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This post just brings to light matters which become obvious when calculations are made regarding the number of deposits dogs can make in their lifetimes. It doesn't discuss dog fouling statistics regarding quantity as would be expected if weight measurements had been taken.
During the 39 years I’ve lived at this house I have seen several frogs and toads passing through the garden. I was never able to say any actually lived here. Well now (6th October 2017) I’ve found a Common Toad hiding behind my shed and living here. Continue reading “I Found A Common Toad Hiding Behind My Shed”
DISCLAIMER:I made a unilateral decision to give dog tablets wrapped in pastrami when I administer tablets to my dog. So far there haven’t been any ill effects.
Before attempting what I have done here you should consult your veterinary for advice. I take no responsibility for any harm caused to other animals by using this method. If you don’t like it don’t do it.
If you have ever tried to give medicine to an animal you’ll appreciate how hard it can be to give dog tablets to a dog. Our dog Leo (a Border Collie) is required to take two worming tablets every three months. These are large as tablets go. Large enough to be shaped like a bone. My wife offered one to him. He sniffed it and walked away.
Why aren’t they supplied inside some meaty treat to encourage a dog to just woof them down?
The red squirrel shown in the featured image was seen in Doxford, Northumberland.
Pine Martens To The Rescue
Apparently predatory pine martens are saving the red squirrel (see image above) as they are inclined to eat grey squirrels which they find nice and plump. The pine marten can catch the grey because they move slowly. This has been found in a study of red squirrels in Northern Ireland where the pine marten isn’t so rare as first thought.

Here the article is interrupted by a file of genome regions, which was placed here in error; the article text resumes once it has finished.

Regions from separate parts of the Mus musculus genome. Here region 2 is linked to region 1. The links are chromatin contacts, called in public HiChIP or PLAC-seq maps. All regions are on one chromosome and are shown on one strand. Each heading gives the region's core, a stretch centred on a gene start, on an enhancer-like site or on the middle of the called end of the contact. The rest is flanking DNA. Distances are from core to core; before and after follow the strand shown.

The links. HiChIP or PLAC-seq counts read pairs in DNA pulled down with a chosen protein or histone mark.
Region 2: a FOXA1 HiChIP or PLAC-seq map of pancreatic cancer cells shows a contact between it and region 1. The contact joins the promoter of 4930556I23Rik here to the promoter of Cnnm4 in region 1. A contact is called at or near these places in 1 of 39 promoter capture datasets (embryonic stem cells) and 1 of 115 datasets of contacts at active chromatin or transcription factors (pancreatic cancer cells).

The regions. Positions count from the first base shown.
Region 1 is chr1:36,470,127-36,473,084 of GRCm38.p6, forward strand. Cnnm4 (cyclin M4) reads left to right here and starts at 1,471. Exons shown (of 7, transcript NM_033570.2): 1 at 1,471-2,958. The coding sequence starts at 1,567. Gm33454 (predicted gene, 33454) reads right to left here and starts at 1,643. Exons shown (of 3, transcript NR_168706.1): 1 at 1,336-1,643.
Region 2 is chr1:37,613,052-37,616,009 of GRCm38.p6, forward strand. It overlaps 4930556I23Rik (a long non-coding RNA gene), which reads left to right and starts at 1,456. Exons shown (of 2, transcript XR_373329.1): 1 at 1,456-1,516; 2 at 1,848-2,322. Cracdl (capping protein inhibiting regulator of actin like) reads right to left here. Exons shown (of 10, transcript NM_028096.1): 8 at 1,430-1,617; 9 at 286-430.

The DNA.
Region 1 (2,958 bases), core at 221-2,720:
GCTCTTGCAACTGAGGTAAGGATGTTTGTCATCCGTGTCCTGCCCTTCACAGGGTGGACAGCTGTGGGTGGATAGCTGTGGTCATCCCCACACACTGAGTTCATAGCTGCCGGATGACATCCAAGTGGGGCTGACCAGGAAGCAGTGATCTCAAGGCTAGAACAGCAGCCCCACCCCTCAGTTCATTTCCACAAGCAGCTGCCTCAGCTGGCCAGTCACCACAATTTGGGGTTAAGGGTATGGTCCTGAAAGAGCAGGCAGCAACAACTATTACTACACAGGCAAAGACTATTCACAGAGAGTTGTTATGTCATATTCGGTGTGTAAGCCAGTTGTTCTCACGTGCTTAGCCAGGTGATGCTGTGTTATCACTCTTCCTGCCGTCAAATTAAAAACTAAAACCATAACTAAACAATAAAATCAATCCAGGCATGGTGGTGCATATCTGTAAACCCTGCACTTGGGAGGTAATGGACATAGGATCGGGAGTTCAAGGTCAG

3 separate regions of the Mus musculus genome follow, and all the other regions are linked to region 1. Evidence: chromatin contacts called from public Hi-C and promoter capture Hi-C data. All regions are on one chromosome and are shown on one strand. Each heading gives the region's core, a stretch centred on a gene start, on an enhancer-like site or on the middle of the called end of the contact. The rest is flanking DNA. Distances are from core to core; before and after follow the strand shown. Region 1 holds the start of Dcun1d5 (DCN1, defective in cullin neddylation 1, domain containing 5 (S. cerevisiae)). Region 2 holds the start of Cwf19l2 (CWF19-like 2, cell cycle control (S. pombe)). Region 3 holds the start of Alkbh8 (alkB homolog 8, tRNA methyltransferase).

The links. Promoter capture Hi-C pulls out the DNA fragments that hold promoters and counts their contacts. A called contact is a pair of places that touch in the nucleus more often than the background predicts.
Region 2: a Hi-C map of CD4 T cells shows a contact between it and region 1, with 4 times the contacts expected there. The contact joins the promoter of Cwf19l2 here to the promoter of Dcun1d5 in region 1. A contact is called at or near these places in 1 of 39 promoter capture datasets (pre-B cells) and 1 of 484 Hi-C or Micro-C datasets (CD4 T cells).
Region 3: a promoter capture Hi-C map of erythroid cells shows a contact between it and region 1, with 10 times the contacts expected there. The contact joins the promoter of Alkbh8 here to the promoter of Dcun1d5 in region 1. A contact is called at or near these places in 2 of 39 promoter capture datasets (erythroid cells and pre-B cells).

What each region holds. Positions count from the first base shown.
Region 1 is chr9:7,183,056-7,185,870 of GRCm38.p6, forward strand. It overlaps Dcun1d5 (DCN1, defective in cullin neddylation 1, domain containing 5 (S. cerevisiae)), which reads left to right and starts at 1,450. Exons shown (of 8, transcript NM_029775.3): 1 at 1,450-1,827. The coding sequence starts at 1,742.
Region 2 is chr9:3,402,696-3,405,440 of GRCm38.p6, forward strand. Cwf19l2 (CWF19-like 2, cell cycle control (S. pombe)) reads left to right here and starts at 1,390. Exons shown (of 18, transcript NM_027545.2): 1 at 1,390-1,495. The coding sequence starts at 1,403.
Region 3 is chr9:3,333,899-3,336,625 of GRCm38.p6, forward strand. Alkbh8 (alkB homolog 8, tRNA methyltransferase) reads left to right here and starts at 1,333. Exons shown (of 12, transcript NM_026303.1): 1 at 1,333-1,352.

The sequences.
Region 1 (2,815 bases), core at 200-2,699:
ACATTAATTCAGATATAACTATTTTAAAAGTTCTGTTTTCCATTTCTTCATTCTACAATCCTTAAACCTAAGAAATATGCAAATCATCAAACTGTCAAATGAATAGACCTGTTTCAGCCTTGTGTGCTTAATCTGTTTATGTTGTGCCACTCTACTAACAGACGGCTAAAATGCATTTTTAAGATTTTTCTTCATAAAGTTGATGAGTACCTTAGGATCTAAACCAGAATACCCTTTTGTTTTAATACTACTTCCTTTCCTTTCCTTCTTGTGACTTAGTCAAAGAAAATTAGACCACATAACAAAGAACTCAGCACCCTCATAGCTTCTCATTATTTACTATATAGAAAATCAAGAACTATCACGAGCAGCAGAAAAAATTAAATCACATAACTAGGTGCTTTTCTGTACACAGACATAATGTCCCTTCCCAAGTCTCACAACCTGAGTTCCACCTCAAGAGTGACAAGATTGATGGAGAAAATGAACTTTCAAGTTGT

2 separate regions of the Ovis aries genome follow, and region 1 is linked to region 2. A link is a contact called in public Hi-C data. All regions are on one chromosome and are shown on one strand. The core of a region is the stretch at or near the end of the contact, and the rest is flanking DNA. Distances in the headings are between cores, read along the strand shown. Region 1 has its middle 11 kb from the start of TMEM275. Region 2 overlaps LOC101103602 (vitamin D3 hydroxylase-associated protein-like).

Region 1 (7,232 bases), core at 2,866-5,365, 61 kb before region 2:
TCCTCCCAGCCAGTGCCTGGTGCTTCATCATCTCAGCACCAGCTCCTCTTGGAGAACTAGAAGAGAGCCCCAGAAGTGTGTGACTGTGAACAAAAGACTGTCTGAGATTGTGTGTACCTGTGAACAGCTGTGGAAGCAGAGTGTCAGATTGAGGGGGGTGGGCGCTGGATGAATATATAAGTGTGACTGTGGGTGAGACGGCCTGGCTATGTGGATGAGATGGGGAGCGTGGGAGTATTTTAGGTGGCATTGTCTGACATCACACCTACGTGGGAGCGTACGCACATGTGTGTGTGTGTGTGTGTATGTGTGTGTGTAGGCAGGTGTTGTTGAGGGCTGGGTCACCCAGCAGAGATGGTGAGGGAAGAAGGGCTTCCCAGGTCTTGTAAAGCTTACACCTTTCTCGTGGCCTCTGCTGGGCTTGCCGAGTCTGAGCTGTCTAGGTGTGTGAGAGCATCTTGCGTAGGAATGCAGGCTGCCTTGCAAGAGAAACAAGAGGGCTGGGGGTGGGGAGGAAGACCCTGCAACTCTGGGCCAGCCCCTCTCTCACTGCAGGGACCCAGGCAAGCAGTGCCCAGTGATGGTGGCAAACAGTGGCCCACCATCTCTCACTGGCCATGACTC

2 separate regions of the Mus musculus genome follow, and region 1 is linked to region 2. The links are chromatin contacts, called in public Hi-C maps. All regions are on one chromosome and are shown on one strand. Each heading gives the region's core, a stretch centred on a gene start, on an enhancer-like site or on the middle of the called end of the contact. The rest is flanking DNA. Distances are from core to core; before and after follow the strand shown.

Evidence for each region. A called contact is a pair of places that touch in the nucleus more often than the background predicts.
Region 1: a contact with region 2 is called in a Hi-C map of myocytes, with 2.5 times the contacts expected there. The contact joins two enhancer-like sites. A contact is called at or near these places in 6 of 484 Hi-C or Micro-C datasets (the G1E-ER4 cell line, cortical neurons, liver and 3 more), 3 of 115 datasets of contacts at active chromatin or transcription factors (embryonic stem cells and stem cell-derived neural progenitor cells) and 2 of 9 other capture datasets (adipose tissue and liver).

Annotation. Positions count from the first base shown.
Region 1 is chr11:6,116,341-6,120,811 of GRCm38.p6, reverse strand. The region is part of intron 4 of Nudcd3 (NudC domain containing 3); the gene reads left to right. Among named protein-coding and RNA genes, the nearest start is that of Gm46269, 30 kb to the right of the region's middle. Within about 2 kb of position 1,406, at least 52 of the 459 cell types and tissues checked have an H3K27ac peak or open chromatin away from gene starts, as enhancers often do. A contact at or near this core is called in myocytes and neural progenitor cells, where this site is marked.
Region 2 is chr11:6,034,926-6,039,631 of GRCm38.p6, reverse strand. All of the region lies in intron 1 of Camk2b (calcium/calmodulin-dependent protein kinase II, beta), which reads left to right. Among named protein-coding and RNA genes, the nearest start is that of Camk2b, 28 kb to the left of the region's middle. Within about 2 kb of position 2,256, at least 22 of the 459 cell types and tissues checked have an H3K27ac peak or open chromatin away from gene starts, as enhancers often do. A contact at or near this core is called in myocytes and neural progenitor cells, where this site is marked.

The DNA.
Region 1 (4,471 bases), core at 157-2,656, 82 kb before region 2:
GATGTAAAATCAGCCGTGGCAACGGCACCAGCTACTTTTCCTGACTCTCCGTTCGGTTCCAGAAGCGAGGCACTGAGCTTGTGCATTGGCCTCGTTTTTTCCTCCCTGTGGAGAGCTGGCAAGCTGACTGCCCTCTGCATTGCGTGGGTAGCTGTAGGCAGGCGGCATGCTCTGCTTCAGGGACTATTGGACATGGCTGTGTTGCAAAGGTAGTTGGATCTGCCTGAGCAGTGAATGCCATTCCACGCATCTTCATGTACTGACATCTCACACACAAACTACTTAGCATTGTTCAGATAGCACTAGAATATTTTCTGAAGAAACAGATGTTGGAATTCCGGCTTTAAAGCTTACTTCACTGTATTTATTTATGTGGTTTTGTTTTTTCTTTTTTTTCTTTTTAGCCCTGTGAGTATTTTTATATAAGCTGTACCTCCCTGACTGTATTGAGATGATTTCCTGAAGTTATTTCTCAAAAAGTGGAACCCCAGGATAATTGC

Spring 2014 is on the way and I want to see goldfinches eating nyjer seed again. So after a wet winter I have cleaned my bird feeders. I’ve only had a Nyjer Seed feeder for two years and have kept it out during both winters. I might not do that next winter since the rain soaks into them through the feeding holes and ruins the Nyjer seeds below the top perches of the feeder. Some start to grow, the rest rot and go mouldy. Any goldfinches that come along can’t eat the seed and in the end it’s just wasted. Above the perches it stays dry so it can be salvaged. In my case I separated the good seed and made sure it was dry by spreading it out on a dustpan in the sunshine.
I completely dismantled my feeders for mixed seed and nyjer seed and washed all the parts in soapy water and then reassembled them when dry.
Fieldfare – Turdus pilaris – a member of the thrush family.
When Fieldfares visited Alvaston Derby I was ready with my camera.
On 22nd January 2013 Fieldfares visited Alvaston Derby where I saw them. First I saw them in my garden and later in my friend’s across the road in the same street. Fieldfares migrate to England in winter from northern Europe but this was my first sighting of them. It was a bad winter in early 2013 So I’m sure they came looking for food.
What a wonderful experience. I wish I had taken a photo. I looked out of my lounge window and a young goldfinch was resting on my patio within 0.5m of the window. It didn’t attempt to fly off so I went outside. I knelt down on the ground and got within 0.5m of it. It was trying to sleep with its head resting over its back. Its wings were neatly folded so I thought it looked OK and not damaged.